- Death Is Bad
But maybe death isn’t so bad. After all, there are undoubtedly fates worse than death. An indefinite hell is a much worse and more meaningless state than oblivion, and I prefer death to even some relatively short intervals of incarceration, dementia, or pain.
Nonetheless, death is usually bad because being dead deprives us of the good things of life. If life is on balance a good thing, then we are harmed by being dead even if death is devoid of experience. Note here that our aversion to death isn’t motivated exclusively by selfish concerns. We also don’t want others to die because we don’t want their value to be lost. In other words, our protestation against death reveals, among other things, our fidelity to the intrinsic value of those we love.
Some people gainsay our worries about death, arguing that we should care no more about not existing after our deaths than we now do about not having existed before our births. But those situations aren’t symmetrical. While many of us want to live indefinitely into the future, almost no one cares that they weren’t alive in the long-ago past. We just care more about the future than the past. We prefer a day’s suffering in the past to an hour’s suffering in the future; we prefer an hour’s pleasure in the future to a day’s pleasure in the past. Our past non-existence doesn’t matter to us as much as our future death does.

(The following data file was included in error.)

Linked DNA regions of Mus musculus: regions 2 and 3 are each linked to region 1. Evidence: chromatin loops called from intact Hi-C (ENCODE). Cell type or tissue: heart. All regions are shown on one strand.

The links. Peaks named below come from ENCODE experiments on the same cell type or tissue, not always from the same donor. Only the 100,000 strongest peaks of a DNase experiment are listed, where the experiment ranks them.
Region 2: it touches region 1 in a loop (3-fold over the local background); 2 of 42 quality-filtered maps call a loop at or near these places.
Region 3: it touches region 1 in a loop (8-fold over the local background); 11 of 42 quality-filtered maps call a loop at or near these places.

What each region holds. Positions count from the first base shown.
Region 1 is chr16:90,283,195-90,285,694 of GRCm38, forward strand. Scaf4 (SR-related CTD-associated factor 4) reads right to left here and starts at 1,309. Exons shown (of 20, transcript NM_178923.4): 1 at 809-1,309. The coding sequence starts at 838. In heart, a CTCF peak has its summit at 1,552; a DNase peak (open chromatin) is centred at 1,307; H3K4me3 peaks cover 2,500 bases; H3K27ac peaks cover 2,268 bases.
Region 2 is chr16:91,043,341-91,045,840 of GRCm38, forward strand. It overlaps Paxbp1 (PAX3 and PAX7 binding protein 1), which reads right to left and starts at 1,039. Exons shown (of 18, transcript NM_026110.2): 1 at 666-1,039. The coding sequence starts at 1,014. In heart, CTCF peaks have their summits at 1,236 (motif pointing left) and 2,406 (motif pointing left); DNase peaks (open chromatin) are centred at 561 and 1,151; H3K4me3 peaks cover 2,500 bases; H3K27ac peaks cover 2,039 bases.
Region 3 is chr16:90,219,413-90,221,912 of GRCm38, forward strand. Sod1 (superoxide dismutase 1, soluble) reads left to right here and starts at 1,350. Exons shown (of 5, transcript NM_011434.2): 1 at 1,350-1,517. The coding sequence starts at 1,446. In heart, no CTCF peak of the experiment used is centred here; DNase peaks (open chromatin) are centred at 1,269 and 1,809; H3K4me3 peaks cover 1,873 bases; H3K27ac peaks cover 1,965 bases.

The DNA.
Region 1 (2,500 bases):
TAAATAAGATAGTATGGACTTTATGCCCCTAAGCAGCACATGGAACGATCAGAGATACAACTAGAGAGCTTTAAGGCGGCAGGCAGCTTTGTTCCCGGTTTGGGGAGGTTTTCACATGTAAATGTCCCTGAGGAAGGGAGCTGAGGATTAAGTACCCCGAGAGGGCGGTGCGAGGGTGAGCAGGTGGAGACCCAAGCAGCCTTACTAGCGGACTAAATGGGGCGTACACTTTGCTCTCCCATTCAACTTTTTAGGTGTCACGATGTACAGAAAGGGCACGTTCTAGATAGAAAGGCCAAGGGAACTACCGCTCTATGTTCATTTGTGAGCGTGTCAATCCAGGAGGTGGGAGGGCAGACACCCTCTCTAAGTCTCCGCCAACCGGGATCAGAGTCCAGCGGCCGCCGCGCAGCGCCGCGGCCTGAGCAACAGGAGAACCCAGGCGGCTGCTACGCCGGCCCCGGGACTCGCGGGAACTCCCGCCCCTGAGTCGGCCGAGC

Others, including many intellectuals, claim that death is really good for us because immortality would be boring, hopeless, or meaningless. But people who say such things either really want to die or they deceive themselves. I think it’s usually the latter—they adapt their preferences to what seems inescapable. Happy, healthy people almost never want to die and are despondent upon receiving a death sentence. People cry at the funerals of their loved ones, accepting death only because they think it’s inevitable. I doubt they would be so accepting if they thought death was avoidable.
So here’s our situation. After all the books and knowledge, memories and dreams, cares and concerns, effort and struggle, voices and places and faces, then suddenly … nothing. Is that really desirable? No, it isn’t. Death is bad. Death should be optional.